The Business Analyst’s Role in Gathering Requirements

Software development teams create all types of software for all types of industries. So the software can be vastly different between companies, but all companies have the same goal in mind: develop quality software on time, on budget, and that meets the customer’s real needs.

Once the scope of a project has been defined, the next step is for the business analyst to gather complete requirements. This is the most important task for a business analyst.

The business analyst (BA) is responsible for determining where to find the requirements. Usually they will have subject matter experts (SMEs) and/or users of the software to gather requirements from.

The BA is also responsible for defining the approach they will use for gathering the requirements. They might have a meeting in a conference room with everyone present, they may do a combination of in-person and by conference call, or they may do several smaller sessions if people are in different locations/time zones.

The BA must obtain detailed and complete requirements. Here’s an example of a vague requirement: “Need the ability to take payments”.

Example of a more detailed requirement: “Need the ability to take payments via Master Card, Visa, debit cards, and checks”.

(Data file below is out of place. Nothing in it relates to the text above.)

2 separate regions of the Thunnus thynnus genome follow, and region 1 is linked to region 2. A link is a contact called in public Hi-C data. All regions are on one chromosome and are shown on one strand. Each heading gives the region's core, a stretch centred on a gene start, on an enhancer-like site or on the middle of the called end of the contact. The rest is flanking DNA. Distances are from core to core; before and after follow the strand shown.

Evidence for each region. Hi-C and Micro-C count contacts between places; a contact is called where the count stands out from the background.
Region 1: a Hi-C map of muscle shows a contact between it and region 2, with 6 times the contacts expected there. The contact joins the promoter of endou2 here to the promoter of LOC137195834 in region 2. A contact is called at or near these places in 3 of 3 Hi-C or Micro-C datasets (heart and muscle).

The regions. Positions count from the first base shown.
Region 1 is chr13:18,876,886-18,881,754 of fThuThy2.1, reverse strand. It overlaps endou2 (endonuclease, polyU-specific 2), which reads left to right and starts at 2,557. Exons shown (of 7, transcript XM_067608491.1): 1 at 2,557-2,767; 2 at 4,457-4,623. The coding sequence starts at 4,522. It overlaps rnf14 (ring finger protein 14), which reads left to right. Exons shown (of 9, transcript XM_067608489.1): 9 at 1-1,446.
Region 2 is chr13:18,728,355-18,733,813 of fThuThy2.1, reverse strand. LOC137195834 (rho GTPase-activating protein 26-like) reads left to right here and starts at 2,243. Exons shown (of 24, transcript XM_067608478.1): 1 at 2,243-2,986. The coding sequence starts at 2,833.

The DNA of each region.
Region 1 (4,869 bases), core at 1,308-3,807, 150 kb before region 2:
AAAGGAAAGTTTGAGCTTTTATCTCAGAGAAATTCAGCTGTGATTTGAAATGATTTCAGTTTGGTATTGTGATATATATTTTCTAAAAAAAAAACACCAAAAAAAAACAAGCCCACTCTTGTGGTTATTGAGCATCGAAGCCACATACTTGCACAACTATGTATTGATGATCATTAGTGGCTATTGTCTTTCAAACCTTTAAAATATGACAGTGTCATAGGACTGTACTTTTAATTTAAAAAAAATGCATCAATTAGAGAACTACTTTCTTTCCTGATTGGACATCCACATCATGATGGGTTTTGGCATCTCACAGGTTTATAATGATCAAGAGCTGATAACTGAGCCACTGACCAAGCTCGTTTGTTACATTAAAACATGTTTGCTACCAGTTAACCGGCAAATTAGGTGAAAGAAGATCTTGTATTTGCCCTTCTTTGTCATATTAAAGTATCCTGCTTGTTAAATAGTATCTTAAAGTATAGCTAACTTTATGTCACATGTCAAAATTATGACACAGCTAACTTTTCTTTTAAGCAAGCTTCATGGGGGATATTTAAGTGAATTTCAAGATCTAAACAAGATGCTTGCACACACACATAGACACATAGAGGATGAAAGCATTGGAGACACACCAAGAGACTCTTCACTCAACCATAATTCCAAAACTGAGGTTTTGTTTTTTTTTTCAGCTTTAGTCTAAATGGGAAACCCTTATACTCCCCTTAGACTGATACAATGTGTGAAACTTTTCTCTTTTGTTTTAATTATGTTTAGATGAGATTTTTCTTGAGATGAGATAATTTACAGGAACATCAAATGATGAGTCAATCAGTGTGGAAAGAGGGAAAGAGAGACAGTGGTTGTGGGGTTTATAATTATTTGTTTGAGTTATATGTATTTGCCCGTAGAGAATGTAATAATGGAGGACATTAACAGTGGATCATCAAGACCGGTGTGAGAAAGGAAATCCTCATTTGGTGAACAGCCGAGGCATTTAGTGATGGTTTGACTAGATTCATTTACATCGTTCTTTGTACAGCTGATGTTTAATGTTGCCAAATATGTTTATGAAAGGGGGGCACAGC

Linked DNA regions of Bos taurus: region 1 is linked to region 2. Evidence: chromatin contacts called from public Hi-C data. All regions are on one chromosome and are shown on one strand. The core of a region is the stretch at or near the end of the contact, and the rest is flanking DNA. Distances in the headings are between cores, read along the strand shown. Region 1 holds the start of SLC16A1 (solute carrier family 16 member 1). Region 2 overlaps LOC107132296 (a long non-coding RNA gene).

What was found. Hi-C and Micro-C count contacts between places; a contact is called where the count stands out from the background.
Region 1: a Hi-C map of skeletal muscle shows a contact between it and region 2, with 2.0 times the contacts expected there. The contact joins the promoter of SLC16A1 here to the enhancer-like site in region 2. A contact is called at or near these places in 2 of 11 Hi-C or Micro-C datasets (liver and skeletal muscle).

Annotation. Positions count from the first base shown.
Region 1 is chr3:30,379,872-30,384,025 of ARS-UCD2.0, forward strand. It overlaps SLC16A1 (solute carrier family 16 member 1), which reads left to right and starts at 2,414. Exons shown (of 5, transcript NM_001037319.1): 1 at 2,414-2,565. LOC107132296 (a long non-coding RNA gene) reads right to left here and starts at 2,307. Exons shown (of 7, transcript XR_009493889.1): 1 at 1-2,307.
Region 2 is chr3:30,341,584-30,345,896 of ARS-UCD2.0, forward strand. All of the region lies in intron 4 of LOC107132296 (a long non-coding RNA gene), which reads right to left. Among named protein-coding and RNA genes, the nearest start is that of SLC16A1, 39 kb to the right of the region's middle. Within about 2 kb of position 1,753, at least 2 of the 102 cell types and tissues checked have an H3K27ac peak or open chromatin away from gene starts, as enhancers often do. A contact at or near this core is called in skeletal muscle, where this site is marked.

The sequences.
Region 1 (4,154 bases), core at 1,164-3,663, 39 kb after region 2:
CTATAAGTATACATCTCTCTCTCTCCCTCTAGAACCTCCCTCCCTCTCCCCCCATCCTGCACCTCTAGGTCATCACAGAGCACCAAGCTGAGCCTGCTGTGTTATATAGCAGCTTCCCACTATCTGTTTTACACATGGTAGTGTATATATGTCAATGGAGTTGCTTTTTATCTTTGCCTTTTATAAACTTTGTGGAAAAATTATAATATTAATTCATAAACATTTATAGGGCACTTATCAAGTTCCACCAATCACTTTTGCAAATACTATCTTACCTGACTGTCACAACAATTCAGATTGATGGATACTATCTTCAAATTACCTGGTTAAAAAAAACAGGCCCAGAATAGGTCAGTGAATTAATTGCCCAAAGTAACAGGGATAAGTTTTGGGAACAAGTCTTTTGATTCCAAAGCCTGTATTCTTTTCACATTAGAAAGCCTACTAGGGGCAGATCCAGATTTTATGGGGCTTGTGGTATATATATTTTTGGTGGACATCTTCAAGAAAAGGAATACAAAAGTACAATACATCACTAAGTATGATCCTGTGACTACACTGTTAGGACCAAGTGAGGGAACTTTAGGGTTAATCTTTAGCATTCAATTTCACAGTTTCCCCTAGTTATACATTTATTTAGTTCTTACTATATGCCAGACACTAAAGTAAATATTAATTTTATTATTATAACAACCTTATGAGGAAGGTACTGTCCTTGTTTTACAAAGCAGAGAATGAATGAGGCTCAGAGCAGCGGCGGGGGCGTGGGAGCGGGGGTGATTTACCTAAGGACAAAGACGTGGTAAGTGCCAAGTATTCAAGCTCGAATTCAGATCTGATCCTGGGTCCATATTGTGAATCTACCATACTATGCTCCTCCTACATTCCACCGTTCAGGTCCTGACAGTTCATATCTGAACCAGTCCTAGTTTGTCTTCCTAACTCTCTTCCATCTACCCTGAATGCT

In the above example, there would still be more requirements that would spin off of that one, but by identifying the more detailed initial requirement, it helps the BA to know what other questions to ask related to accepting payments.

The BA is also responsible for prioritizing requirements. Some companies use something like “Must Have, Nice to Have, Optional” and others may use a numbering priority like 1-3 with 1 meaning must have and going down from there.

It’s important to do this prioritizing step because it sometimes comes into play when considering scope of the project. When projects must be completed by a specific date (as most do), sometimes the scope of the project needs to change in order to meet that date. It helps to know which requirements are most important vs. least important when the project team is determining what could be held off for a later release instead of going to production in the initial release.

Eliciting requirements is the most important task a business analyst has on a project. The requirements will be used by the development team to build the software and if you do not have clear and concise requirements, the software will be missing functionality or contain incorrect functionality, and will not meet the expectations or needs of your business partners.

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